Last week, Equality Utah announced that local gay rights activist Troy Williams had been hired as their new executive director. What’s concerning is how Troy seems to be scrubbing his online history to try and bury his controversial past. His personal twitter account has been deleted (Google cache and FavStar highlights) and his personal website on WordPress has been set to invite-only (with a robots.txt to block indexing starting on September 21). His Facebook profile is also locked down to make posts invisible to the public or mutual friends (though, to be fair, I don’t know that it was set otherwise prior to that). What’s for certain is that these actions reveal both Troy Williams and his new employer as raging hypocrites.
Those that interacted with Troy at any point online know exactly what I’m talking about. If you ever disagreed with him on any point at all, he would make sure that each of his replies was crafted to be visible to all of his followers. The entire purpose is a well-worn tactic of getting your online mob to show up in force and shout someone down with whom you disagree. He’d take it even further by twisting words specifically to incite that kind of response. It extended far beyond that, his tactics being a not-so-subtle “give me what a want or else” in matters of legislation. For someone that spent much time giving lip service to anti-bullying, he spent an awful lot of time engaging in it himself. I suppose it’s not too unexpected given Gayle Ruzicka’s tutelage.
Troy also spent a fair amount of time calling people out for cowardice, especially when they tried to hide information online. And yet, when he’s thrust even further into the spotlight, he apparently can’t be bothered to follow his own counsel. Unlike Troy, I don’t delete blog posts and my social media profiles are public and unedited (except for the occasional spelling fix), even though I know there’s probably some stupid things I’ve said there. (I’ve probably even contradicted myself and committed the grave sin of “flip-flopping”.) It’s better to leave it up, own that you said it, and explain yourself if and when you get called on it. Ironically, scrubbing your history of outrageous statements to score a job is exactly the kind of thing that Troy has lambasted political rivals for in the past. Now we’d all just have a harder time proving all of the “do as I say, not as I do”.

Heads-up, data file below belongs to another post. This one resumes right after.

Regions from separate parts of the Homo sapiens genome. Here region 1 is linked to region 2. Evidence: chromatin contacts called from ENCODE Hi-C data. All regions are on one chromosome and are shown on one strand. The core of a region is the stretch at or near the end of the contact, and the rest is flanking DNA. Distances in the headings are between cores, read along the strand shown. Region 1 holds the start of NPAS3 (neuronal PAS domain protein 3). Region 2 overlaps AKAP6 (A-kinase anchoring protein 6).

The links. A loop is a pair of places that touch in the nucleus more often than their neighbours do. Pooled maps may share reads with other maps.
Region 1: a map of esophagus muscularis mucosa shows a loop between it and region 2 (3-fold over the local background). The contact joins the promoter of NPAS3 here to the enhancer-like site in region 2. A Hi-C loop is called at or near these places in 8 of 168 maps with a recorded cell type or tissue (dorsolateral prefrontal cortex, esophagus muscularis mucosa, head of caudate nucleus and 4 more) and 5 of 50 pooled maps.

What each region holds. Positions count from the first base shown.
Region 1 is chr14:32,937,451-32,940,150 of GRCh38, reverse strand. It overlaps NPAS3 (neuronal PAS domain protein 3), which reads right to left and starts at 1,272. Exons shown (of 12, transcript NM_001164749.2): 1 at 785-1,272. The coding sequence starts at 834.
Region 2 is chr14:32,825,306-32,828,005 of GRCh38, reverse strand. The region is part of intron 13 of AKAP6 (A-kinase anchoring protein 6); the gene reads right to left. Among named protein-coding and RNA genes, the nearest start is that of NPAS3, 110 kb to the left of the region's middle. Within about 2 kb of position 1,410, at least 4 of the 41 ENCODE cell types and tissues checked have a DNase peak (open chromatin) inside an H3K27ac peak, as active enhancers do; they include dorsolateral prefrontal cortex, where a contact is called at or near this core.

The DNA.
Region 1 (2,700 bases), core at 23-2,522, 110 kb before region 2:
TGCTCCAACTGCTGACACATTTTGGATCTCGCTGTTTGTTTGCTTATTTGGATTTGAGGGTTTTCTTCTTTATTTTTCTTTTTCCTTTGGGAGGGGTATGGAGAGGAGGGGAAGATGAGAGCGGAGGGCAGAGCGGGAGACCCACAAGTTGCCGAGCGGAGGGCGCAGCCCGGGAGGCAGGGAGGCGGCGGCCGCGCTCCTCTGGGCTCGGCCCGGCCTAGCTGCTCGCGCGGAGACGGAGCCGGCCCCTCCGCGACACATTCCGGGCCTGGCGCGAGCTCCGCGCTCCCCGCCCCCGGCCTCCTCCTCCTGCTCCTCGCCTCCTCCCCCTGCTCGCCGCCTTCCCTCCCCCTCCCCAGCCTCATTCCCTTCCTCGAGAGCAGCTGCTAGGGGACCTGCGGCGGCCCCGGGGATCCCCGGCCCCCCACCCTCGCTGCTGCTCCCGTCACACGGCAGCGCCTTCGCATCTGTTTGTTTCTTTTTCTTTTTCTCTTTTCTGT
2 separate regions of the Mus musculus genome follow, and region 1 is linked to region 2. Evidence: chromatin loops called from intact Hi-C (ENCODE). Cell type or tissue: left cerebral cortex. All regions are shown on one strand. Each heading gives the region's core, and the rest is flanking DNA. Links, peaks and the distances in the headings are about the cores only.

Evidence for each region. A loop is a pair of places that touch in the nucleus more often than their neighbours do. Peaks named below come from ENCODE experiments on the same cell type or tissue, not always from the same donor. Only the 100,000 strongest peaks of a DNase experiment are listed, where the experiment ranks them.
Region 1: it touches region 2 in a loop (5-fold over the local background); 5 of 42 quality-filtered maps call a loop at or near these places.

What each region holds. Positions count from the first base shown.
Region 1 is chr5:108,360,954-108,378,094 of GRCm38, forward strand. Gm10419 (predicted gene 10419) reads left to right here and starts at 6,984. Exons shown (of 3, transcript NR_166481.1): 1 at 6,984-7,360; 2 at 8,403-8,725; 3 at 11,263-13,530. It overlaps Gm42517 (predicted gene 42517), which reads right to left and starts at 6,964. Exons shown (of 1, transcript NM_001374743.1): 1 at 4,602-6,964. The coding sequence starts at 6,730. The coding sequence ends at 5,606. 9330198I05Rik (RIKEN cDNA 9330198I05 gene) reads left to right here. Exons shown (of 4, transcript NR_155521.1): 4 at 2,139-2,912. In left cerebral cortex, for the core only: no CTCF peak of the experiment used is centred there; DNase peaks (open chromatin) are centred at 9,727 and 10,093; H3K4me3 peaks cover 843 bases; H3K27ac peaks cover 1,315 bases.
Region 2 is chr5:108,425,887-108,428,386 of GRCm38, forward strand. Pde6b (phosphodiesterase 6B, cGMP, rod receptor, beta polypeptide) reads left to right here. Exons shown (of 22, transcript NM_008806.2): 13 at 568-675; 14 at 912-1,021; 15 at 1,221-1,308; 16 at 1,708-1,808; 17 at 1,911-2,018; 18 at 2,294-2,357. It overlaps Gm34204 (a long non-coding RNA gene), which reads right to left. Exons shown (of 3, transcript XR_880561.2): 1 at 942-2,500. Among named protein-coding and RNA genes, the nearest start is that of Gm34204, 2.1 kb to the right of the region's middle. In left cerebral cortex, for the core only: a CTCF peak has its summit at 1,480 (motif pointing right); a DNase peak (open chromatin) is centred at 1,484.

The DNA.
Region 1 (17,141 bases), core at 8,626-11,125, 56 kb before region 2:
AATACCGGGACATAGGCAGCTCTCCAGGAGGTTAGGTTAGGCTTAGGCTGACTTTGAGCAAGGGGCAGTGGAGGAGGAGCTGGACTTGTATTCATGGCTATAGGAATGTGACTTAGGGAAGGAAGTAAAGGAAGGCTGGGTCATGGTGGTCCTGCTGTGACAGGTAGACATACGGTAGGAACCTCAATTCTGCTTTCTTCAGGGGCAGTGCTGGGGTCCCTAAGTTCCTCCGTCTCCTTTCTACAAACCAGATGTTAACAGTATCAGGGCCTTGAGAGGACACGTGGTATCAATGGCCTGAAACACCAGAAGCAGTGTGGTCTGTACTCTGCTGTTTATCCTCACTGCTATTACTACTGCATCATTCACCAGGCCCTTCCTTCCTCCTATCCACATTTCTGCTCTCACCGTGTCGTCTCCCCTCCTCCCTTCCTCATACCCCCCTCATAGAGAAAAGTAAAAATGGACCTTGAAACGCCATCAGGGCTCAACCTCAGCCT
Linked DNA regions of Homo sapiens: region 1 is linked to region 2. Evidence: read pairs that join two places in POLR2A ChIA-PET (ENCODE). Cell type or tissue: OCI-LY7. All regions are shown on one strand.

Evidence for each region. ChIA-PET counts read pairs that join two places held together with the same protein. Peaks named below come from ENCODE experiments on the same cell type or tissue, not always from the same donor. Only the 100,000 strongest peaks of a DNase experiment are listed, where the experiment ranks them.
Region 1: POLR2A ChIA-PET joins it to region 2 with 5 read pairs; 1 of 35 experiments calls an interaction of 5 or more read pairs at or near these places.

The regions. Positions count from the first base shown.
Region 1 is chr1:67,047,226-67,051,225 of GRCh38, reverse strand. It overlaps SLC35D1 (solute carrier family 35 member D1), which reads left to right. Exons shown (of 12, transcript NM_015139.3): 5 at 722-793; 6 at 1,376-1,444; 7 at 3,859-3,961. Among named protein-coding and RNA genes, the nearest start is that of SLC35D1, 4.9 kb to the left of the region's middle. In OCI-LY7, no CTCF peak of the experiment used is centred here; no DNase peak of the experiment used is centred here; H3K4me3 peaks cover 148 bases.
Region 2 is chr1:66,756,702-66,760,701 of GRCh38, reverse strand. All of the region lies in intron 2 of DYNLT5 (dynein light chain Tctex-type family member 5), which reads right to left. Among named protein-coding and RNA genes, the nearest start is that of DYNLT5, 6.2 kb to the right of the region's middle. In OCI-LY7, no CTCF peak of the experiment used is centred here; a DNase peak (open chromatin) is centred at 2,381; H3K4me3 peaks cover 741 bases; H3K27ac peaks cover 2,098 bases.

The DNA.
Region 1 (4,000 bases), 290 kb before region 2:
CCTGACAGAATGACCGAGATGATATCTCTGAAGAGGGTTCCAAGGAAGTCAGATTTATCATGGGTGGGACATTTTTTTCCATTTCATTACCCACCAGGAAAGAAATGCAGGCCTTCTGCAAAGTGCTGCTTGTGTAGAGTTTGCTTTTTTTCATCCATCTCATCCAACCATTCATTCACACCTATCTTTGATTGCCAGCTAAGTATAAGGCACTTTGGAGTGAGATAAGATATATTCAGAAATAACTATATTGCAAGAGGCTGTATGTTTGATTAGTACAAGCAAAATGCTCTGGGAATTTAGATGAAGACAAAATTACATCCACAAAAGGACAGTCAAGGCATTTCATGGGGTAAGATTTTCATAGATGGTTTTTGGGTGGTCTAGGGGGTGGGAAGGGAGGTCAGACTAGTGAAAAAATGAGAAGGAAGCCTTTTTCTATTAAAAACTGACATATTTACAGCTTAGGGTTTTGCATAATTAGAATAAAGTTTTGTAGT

It’s obvious that kind of behavior is quite unbecoming of the public face of any organization, but Equality Utah apparently really, really wanted to capitalize on Troy’s notoriety. Unfortunately, they seem to want to do so without owning how he obtained that notoriety in the first place. It won’t be possible to bury his arrest at the capitol complex (for creating a fire hazard, not making any kind of brave or principled stand), but many more incidents will end up almost entirely forgotten. His constant antagonism against the LDS Church on theological and organizational matters would hobble Equality Utah’s supposed mission to “build bridges” with the state’s largest faith. The endless stream of bullying of anyone who disagreed with him is now an undocumented “he said, she said” series of accusations he can conveniently forget ever happened. Even his complete lack of self awareness when sharing an article asking if Internet rage culture has gone too far is only a memory to those of us who looked it it and thought “really? From THIS guy?”
Unfortunately for Troy and his new employer, most of us are going to remember what he thinks he can make the Internet forget. Most of the legislature already knows him as an incendiary bomb-thrower, the kind that will even throw a supposed ally under the bus when he doesn’t get everything he wants. Participants on Twitter are keenly aware of Troy’s bullying history, myself having been on the receiving end more than once. As much as he’ll try and hide his past to the benefit of his employer, it’s not going to work. We know what you are, Troy, and no amount of deletion can change it.